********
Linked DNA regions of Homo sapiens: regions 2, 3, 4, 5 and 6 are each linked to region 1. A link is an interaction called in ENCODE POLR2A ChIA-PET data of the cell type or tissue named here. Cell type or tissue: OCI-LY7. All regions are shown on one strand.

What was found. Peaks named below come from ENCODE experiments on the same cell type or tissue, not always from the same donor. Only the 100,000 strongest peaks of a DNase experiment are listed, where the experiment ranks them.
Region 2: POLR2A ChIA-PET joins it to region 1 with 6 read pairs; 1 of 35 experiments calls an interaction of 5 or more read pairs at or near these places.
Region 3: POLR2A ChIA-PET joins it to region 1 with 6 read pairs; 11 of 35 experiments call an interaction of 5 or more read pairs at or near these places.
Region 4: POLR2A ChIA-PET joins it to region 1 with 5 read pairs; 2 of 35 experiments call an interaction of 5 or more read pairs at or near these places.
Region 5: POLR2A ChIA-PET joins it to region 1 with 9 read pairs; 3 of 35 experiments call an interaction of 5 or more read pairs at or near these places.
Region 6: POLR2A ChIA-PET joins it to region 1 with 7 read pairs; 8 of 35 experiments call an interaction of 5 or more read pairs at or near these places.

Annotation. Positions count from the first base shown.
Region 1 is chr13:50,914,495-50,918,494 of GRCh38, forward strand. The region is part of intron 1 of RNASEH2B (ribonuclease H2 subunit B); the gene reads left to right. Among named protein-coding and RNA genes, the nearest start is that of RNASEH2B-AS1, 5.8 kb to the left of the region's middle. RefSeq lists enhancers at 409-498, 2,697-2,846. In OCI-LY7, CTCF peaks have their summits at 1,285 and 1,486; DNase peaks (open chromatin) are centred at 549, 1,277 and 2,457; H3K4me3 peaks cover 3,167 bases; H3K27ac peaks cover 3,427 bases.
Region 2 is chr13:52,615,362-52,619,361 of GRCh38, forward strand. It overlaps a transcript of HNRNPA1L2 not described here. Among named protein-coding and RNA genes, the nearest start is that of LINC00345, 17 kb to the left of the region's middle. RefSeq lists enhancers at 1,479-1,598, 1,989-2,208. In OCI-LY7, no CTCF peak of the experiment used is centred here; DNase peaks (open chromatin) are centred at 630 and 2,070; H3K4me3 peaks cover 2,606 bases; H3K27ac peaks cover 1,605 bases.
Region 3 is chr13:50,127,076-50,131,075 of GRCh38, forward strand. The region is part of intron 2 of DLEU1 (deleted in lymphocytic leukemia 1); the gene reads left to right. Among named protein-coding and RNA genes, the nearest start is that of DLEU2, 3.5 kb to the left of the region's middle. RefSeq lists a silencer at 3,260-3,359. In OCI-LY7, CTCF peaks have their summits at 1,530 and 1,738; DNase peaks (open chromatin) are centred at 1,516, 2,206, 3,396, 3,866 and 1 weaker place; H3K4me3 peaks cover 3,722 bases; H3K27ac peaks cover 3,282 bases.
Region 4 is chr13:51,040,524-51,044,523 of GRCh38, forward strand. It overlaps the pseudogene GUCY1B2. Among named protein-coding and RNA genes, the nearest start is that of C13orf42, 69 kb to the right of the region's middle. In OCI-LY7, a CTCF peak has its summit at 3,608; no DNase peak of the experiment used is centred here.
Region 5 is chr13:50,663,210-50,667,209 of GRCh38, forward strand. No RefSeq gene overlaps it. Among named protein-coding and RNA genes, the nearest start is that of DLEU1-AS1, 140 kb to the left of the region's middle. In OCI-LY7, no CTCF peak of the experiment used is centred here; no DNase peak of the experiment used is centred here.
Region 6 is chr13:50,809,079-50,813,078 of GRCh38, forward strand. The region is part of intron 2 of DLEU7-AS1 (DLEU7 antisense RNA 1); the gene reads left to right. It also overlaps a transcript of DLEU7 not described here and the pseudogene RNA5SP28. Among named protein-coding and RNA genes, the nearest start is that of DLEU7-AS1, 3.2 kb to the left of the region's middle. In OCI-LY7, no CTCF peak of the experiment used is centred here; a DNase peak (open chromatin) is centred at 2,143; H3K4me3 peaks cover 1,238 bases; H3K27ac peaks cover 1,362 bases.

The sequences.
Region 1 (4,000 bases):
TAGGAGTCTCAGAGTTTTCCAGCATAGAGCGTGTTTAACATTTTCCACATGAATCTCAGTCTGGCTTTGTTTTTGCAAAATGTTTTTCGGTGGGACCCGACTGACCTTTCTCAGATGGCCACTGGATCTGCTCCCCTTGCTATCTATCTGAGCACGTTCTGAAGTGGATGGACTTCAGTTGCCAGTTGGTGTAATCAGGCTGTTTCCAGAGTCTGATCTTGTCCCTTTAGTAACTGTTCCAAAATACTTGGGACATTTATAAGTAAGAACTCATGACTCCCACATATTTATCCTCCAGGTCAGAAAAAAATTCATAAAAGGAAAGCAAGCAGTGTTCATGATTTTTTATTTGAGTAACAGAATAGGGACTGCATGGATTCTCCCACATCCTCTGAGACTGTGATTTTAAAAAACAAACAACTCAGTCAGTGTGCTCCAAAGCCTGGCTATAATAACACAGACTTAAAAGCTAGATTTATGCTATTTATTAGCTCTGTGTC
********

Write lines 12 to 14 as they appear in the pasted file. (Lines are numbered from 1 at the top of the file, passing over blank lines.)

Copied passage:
Region 4 is chr13:51,040,524-51,044,523 of GRCh38, forward strand. It overlaps the pseudogene GUCY1B2. Among named protein-coding and RNA genes, the nearest start is that of C13orf42, 69 kb to the right of the region's middle. In OCI-LY7, a CTCF peak has its summit at 3,608; no DNase peak of the experiment used is centred here.
Region 5 is chr13:50,663,210-50,667,209 of GRCh38, forward strand. No RefSeq gene overlaps it. Among named protein-coding and RNA genes, the nearest start is that of DLEU1-AS1, 140 kb to the left of the region's middle. In OCI-LY7, no CTCF peak of the experiment used is centred here; no DNase peak of the experiment used is centred here.
Region 6 is chr13:50,809,079-50,813,078 of GRCh38, forward strand. The region is part of intron 2 of DLEU7-AS1 (DLEU7 antisense RNA 1); the gene reads left to right. It also overlaps a transcript of DLEU7 not described here and the pseudogene RNA5SP28. Among named protein-coding and RNA genes, the nearest start is that of DLEU7-AS1, 3.2 kb to the left of the region's middle. In OCI-LY7, no CTCF peak of the experiment used is centred here; a DNase peak (open chromatin) is centred at 2,143; H3K4me3 peaks cover 1,238 bases; H3K27ac peaks cover 1,362 bases.